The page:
The first step in the examination process is to identify potential issues on the return. An in-depth, precontact analysis includes reviewing the return to identify large, unusual, or questionable items (LUQs) that will be examined for a correct determination of the tax liability. The definition of an LUQ depends on the examiner’s perception of the return as a whole and is the separate items that make up the return. Some of the factors that are considered when identifying the LUQs include: the comparative size of the item, the absolute size of the item, the inherent character of the item, evidence of the intent to mislead, beneficial effect of the manner in which an item is reported, its relationship to other items, wipsaw issues (such as the transaction benefits one party and harms the other), automatic adjustments, and missing items. (IRM 188.8.131.52.1)
IRS auditing is a gathering of evidence to evaluate the accuracy of a tax return. Some potential evidence includes the taxpayer’s testimony, the taxpayer’s books and records, the examiners observations, and documents obtained from third parties. (IRM 4.2.3) Each examiner determines the appropriate amount of evidence and establishes the proper depth of examination. To gather evidence, examiners will interview taxpayers, tour business sites, inspect residences, examine the taxpayer’s records, and reconcile bank records. Examiners will pursue an examination until a reasonable determination of the correct tax liability can be made.
Examiners Draw Their Conclusions
After all the facts have been gathered from interviewing the taxpayer, examining the records and supporting documents, and interviewing third parties, the examiner will use his or her professional judgment to arrive at a conclusion. Examiners are expected to arrive at a definite conclusion by a balanced and impartial evaluation of the evidence. Examiners have authority to recommend disposition of all identified issues, and any issues raised by the taxpayers. Once examiners reach their conclusions, the findings are communicated to the taxpayer, face-to-face, by explaining proposed adjustments and the authority for the examiners positions. The examiner will request the taxpayer’s position on any unagreed issues and seek payment of additional tax for any agreed issues.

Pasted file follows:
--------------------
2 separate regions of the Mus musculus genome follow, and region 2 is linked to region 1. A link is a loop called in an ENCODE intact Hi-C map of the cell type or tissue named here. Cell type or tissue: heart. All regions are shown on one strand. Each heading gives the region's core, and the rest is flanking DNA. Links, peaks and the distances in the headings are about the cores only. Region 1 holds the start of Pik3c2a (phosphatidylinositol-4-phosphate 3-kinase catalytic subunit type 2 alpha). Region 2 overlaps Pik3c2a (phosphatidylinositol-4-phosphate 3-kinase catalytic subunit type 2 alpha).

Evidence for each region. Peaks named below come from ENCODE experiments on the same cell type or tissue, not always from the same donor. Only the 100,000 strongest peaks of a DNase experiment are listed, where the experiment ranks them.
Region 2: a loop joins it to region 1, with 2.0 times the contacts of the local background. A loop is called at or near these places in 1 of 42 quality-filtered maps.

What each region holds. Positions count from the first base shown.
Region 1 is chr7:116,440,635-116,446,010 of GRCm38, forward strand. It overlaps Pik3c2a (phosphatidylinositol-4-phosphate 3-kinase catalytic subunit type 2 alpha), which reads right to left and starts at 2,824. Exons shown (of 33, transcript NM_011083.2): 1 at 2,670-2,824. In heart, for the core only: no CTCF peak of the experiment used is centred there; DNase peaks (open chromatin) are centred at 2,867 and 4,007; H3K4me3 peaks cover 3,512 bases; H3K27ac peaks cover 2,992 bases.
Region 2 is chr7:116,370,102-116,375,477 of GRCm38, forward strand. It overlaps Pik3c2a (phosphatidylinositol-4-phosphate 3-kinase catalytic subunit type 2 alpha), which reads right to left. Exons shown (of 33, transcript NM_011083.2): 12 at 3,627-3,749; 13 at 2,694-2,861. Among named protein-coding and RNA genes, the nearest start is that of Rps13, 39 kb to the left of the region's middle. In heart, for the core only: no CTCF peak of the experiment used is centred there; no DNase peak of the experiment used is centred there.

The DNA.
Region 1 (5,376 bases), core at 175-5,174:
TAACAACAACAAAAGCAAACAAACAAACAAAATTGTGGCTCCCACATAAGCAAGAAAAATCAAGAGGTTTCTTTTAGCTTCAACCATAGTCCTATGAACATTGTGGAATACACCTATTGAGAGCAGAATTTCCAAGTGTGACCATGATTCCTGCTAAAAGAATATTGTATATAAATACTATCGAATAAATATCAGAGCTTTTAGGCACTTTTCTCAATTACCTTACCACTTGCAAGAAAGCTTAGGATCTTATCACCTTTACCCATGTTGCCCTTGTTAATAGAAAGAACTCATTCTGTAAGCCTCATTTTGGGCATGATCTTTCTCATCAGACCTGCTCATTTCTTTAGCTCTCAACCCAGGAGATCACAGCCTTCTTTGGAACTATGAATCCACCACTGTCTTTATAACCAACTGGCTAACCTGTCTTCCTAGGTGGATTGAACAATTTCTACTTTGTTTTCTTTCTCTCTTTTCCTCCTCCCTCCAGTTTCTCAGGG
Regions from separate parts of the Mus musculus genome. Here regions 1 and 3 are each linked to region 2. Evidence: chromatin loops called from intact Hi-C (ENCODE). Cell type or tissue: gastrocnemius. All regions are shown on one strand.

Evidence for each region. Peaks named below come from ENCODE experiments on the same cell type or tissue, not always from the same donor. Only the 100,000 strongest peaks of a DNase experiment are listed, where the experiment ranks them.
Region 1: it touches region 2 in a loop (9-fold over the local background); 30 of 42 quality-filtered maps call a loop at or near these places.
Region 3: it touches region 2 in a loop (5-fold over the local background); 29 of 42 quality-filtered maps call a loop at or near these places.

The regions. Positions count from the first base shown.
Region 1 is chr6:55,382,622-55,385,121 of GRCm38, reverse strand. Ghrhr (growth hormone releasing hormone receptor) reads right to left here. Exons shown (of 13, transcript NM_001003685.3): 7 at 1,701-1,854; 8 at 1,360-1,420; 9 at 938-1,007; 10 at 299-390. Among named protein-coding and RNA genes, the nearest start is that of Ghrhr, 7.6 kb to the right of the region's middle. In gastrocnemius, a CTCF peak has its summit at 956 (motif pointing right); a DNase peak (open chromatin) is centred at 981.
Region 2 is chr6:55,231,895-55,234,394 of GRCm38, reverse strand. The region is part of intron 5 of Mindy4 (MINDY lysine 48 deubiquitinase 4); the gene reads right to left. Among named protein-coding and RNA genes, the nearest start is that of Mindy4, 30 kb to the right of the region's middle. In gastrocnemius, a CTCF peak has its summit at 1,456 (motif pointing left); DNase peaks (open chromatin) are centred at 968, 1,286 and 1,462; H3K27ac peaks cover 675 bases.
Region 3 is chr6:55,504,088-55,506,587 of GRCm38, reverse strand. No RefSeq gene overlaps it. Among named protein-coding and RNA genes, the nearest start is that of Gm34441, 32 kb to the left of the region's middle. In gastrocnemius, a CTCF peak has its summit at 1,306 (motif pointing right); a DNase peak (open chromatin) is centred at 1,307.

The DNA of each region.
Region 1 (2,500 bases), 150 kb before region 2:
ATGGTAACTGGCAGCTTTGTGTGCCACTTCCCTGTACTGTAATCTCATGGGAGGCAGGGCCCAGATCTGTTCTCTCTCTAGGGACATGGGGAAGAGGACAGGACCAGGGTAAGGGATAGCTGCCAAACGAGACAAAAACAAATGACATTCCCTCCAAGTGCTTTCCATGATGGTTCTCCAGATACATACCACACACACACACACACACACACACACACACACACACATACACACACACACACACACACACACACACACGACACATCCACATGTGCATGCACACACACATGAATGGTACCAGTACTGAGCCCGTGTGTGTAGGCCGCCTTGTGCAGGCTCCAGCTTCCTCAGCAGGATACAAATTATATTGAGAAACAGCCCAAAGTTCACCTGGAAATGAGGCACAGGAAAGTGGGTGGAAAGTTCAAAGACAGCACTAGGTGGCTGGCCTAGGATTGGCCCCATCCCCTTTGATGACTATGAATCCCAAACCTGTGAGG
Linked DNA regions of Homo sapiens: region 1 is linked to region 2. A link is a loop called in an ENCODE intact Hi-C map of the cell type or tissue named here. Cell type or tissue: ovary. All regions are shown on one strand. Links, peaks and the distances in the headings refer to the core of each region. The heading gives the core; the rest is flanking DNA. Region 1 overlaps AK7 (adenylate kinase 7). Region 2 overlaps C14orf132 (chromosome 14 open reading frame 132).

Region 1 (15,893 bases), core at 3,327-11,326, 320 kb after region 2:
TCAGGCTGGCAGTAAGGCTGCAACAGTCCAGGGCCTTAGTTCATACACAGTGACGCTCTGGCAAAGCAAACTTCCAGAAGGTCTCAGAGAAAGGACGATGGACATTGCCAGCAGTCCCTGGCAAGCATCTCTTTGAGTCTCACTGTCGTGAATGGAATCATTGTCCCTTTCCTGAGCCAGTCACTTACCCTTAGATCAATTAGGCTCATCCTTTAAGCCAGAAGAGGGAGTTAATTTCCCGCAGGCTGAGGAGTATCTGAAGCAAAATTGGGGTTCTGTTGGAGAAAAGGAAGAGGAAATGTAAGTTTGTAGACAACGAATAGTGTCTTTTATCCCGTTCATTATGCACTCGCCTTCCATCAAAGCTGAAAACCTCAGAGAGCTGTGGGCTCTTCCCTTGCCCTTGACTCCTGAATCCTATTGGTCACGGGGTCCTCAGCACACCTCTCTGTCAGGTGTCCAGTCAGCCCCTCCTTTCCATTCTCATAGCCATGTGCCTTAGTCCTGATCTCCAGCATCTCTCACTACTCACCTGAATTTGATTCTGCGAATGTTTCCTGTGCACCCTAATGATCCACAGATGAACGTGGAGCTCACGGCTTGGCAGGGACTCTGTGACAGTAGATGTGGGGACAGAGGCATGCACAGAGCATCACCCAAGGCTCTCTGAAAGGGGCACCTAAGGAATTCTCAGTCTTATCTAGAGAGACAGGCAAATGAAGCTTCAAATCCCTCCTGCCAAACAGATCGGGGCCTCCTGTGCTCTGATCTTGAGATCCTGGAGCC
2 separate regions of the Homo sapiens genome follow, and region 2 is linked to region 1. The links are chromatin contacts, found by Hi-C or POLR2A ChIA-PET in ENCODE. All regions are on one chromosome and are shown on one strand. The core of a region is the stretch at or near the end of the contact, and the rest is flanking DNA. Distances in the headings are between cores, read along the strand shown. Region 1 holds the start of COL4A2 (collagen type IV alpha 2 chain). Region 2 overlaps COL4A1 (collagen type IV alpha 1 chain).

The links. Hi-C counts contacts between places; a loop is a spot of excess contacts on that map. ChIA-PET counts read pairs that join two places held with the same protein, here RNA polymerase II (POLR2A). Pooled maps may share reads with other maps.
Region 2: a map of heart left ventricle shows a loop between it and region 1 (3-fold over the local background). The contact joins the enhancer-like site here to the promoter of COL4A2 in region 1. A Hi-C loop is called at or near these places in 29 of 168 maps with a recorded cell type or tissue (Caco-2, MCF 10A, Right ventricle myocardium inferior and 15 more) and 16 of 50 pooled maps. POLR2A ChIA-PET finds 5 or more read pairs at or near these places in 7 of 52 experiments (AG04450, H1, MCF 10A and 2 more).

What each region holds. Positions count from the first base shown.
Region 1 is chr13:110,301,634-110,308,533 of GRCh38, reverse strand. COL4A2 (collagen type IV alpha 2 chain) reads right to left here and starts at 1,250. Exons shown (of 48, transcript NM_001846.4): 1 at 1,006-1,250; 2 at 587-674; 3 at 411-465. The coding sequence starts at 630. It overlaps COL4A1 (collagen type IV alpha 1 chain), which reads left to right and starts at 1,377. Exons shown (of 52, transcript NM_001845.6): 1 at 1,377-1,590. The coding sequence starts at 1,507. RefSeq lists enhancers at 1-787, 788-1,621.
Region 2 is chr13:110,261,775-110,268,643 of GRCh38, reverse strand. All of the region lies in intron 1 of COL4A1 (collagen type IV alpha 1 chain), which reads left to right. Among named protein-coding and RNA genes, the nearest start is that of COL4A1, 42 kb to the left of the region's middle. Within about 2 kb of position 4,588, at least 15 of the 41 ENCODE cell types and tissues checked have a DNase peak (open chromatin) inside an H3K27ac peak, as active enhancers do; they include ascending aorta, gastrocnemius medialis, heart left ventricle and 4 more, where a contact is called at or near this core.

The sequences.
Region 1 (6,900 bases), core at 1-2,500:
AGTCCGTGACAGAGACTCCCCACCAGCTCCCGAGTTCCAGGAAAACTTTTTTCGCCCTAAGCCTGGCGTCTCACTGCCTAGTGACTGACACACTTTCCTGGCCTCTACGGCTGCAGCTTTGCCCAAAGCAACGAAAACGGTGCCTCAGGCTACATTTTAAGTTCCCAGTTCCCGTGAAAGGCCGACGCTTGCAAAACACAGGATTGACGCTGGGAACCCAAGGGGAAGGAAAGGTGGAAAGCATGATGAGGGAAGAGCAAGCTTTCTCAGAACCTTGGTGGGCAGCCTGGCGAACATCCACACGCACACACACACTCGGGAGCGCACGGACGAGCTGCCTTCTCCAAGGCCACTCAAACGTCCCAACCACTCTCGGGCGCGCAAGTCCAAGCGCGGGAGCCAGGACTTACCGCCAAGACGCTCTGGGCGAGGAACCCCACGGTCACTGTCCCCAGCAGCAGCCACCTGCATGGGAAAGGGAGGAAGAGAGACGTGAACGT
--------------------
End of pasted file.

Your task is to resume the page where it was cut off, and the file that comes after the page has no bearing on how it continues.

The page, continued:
Taxpayer’s Response to Examination Report
Preliminary (30 day) letters provide taxpayers with a copy of the examination report and advise them of their appeals rights when they do not agree with the results of the examination. The taxpayer may respond by requesting an appeal. For any case in which the total amount of proposed additional tax, additions to tax and penalties, proposed overassesment, or claimed refund, credit, or abatement for any tax period does not exceed $25,000 a request for an appeal is made using small case procedures. Those procedures requires a written request asking for Appeals consideration, indicating the changes the taxpayer does not agree with and his or her reasons for disagreement. A case with a deficiency exceeding $25,000 requires a formal written protest. If the taxpayer submits a formal written protest, the Service will determine whether the protest is adequate, the examination should be developed further, or the examiners report should be modified.
Request and protests will be returned to the taxpayer if they are incomplete, and additional time will be granted to perfect the documents needed. The case will be returned to the examiner for further development if the request or protest contains information warranting consideration. Examination group managers, at their discretion, may discuss disputed issues with taxpayers in an attempt to resolve the issues and obtain agreements. If an agreement cannot be reached, the cases are forwarded to the IRS Office of Appeals for settlement negotiations.